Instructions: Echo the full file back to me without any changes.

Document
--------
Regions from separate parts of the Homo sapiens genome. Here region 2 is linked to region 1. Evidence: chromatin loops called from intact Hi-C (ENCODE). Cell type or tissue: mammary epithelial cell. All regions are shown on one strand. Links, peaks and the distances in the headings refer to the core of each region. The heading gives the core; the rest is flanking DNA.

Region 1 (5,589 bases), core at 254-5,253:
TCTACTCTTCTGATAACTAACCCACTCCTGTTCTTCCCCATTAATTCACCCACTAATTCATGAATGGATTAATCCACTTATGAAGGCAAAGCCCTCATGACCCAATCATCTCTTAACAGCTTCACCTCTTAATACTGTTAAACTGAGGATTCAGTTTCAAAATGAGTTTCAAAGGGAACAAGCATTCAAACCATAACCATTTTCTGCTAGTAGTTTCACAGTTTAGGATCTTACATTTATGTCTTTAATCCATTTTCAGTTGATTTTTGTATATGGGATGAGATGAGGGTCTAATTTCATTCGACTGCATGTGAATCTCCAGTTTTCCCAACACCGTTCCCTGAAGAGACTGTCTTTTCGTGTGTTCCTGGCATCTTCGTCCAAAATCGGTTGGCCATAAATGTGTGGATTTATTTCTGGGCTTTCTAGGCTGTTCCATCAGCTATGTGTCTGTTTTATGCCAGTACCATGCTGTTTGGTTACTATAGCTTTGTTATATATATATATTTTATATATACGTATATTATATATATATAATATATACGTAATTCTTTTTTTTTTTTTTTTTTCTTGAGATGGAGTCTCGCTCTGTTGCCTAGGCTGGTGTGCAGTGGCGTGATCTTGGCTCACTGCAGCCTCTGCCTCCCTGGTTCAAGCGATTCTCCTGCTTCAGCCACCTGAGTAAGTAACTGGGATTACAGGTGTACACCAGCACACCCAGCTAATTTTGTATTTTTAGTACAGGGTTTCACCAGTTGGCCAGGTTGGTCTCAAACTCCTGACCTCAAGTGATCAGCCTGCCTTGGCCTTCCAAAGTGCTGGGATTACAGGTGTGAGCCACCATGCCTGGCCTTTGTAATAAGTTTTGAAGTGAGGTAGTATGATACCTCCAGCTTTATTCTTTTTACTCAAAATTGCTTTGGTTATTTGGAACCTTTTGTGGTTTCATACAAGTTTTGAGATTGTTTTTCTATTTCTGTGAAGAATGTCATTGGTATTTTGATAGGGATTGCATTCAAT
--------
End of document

Regions from separate parts of the Homo sapiens genome. Here region 2 is linked to region 1. Evidence: chromatin loops called from intact Hi-C (ENCODE). Cell type or tissue: mammary epithelial cell. All regions are shown on one strand. Links, peaks and the distances in the headings refer to the core of each region. The heading gives the core; the rest is flanking DNA.

Region 1 (5,589 bases), core at 254-5,253:
TCTACTCTTCTGATAACTAACCCACTCCTGTTCTTCCCCATTAATTCACCCACTAATTCATGAATGGATTAATCCACTTATGAAGGCAAAGCCCTCATGACCCAATCATCTCTTAACAGCTTCACCTCTTAATACTGTTAAACTGAGGATTCAGTTTCAAAATGAGTTTCAAAGGGAACAAGCATTCAAACCATAACCATTTTCTGCTAGTAGTTTCACAGTTTAGGATCTTACATTTATGTCTTTAATCCATTTTCAGTTGATTTTTGTATATGGGATGAGATGAGGGTCTAATTTCATTCGACTGCATGTGAATCTCCAGTTTTCCCAACACCGTTCCCTGAAGAGACTGTCTTTTCGTGTGTTCCTGGCATCTTCGTCCAAAATCGGTTGGCCATAAATGTGTGGATTTATTTCTGGGCTTTCTAGGCTGTTCCATCAGCTATGTGTCTGTTTTATGCCAGTACCATGCTGTTTGGTTACTATAGCTTTGTTATATATATATATTTTATATATACGTATATTATATATATATAATATATACGTAATTCTTTTTTTTTTTTTTTTTTCTTGAGATGGAGTCTCGCTCTGTTGCCTAGGCTGGTGTGCAGTGGCGTGATCTTGGCTCACTGCAGCCTCTGCCTCCCTGGTTCAAGCGATTCTCCTGCTTCAGCCACCTGAGTAAGTAACTGGGATTACAGGTGTACACCAGCACACCCAGCTAATTTTGTATTTTTAGTACAGGGTTTCACCAGTTGGCCAGGTTGGTCTCAAACTCCTGACCTCAAGTGATCAGCCTGCCTTGGCCTTCCAAAGTGCTGGGATTACAGGTGTGAGCCACCATGCCTGGCCTTTGTAATAAGTTTTGAAGTGAGGTAGTATGATACCTCCAGCTTTATTCTTTTTACTCAAAATTGCTTTGGTTATTTGGAACCTTTTGTGGTTTCATACAAGTTTTGAGATTGTTTTTCTATTTCTGTGAAGAATGTCATTGGTATTTTGATAGGGATTGCATTCAAT